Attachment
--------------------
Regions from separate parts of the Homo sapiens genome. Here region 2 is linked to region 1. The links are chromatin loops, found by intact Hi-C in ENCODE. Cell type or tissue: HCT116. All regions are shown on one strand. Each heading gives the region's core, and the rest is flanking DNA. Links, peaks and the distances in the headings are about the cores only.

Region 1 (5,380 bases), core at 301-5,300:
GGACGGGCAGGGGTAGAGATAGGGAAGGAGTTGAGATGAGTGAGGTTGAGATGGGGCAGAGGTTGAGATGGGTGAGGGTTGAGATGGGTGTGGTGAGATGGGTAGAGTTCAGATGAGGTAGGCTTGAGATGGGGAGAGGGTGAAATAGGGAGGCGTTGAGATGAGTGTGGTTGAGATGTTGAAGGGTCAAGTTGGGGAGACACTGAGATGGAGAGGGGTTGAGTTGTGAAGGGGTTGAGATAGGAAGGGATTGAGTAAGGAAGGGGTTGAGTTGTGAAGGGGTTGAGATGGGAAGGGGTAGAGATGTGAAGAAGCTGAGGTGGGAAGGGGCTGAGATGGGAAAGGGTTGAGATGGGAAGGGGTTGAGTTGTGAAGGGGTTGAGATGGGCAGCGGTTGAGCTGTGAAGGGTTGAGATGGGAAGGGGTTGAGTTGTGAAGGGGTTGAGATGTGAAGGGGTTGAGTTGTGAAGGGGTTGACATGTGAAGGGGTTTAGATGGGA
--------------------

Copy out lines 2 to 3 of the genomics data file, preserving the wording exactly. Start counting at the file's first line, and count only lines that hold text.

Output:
Region 1 (5,380 bases), core at 301-5,300:
GGACGGGCAGGGGTAGAGATAGGGAAGGAGTTGAGATGAGTGAGGTTGAGATGGGGCAGAGGTTGAGATGGGTGAGGGTTGAGATGGGTGTGGTGAGATGGGTAGAGTTCAGATGAGGTAGGCTTGAGATGGGGAGAGGGTGAAATAGGGAGGCGTTGAGATGAGTGTGGTTGAGATGTTGAAGGGTCAAGTTGGGGAGACACTGAGATGGAGAGGGGTTGAGTTGTGAAGGGGTTGAGATAGGAAGGGATTGAGTAAGGAAGGGGTTGAGTTGTGAAGGGGTTGAGATGGGAAGGGGTAGAGATGTGAAGAAGCTGAGGTGGGAAGGGGCTGAGATGGGAAAGGGTTGAGATGGGAAGGGGTTGAGTTGTGAAGGGGTTGAGATGGGCAGCGGTTGAGCTGTGAAGGGTTGAGATGGGAAGGGGTTGAGTTGTGAAGGGGTTGAGATGTGAAGGGGTTGAGTTGTGAAGGGGTTGACATGTGAAGGGGTTTAGATGGGA